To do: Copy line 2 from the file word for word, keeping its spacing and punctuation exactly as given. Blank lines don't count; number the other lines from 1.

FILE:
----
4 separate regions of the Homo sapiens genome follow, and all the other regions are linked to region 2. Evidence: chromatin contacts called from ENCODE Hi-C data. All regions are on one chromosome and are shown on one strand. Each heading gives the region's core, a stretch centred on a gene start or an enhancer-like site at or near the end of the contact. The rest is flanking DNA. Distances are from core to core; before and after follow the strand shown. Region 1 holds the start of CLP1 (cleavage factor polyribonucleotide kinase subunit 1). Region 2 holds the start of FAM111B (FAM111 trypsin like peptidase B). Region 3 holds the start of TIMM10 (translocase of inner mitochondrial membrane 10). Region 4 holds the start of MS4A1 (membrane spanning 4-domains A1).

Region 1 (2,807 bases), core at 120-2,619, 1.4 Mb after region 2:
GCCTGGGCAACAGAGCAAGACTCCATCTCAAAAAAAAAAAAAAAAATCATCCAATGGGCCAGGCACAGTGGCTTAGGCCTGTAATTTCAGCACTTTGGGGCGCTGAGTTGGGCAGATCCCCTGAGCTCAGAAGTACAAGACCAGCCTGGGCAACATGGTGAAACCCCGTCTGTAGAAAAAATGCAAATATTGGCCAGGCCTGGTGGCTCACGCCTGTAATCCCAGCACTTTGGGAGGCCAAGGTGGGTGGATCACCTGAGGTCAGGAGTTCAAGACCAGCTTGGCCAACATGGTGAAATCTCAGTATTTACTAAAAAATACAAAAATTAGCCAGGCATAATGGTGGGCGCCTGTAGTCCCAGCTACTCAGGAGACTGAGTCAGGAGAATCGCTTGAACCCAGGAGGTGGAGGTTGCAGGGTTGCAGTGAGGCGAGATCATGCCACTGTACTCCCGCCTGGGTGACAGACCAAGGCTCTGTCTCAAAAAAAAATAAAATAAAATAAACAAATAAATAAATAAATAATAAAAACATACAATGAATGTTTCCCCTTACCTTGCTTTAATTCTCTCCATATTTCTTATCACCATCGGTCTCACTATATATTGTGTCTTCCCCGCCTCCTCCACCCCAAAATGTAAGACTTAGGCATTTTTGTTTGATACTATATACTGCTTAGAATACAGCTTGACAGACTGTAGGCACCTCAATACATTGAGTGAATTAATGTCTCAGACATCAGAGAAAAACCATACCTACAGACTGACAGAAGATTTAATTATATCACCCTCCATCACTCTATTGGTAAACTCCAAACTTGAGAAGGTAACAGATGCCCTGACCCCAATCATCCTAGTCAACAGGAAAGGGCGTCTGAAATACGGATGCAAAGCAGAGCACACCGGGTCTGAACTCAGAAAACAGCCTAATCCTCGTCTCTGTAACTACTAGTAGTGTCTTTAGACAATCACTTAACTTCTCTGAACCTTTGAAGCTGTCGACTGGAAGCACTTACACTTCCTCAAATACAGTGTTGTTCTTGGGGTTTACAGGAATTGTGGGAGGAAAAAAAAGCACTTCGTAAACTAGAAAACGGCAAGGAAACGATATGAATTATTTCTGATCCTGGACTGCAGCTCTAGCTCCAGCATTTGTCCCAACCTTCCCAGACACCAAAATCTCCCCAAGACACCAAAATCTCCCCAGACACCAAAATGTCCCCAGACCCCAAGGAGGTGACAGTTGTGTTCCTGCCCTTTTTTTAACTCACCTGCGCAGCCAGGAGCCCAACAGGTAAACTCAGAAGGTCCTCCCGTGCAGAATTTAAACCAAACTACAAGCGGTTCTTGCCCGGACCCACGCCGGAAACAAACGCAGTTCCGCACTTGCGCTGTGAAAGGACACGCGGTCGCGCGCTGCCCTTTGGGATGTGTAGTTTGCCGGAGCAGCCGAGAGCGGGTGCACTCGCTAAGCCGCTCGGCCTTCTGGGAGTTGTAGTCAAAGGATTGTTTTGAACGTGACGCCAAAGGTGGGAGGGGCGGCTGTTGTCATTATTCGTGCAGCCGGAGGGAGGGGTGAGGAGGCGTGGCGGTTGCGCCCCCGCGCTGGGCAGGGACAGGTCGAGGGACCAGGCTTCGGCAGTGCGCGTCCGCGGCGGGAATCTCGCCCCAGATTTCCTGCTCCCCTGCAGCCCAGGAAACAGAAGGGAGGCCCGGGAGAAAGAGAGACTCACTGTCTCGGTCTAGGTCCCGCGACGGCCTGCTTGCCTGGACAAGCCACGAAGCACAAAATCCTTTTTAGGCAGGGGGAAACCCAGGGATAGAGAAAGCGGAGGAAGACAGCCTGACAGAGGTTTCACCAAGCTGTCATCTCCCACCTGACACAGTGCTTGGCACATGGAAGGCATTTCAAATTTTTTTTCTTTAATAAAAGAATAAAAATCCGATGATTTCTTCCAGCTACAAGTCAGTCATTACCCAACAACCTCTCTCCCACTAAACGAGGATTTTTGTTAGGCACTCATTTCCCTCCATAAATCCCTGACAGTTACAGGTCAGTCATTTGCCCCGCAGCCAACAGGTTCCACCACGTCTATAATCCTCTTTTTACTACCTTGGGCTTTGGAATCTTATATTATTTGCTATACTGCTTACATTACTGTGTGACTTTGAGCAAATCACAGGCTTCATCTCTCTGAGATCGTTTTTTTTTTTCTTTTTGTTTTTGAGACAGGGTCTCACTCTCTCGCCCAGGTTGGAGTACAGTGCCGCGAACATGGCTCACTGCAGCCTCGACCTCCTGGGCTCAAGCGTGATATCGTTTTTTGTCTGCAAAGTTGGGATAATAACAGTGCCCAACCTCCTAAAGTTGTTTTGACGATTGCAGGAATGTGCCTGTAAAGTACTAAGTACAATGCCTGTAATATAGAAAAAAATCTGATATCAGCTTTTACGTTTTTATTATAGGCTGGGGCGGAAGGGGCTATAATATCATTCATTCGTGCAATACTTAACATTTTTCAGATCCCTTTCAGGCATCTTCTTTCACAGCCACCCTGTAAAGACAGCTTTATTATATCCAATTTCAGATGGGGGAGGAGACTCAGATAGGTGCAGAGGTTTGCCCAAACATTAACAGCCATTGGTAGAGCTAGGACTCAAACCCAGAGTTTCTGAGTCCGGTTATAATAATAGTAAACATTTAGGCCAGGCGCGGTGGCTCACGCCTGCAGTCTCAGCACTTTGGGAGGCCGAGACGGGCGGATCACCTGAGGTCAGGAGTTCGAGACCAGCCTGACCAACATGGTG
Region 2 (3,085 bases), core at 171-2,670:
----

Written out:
Region 1 (2,807 bases), core at 120-2,619, 1.4 Mb after region 2: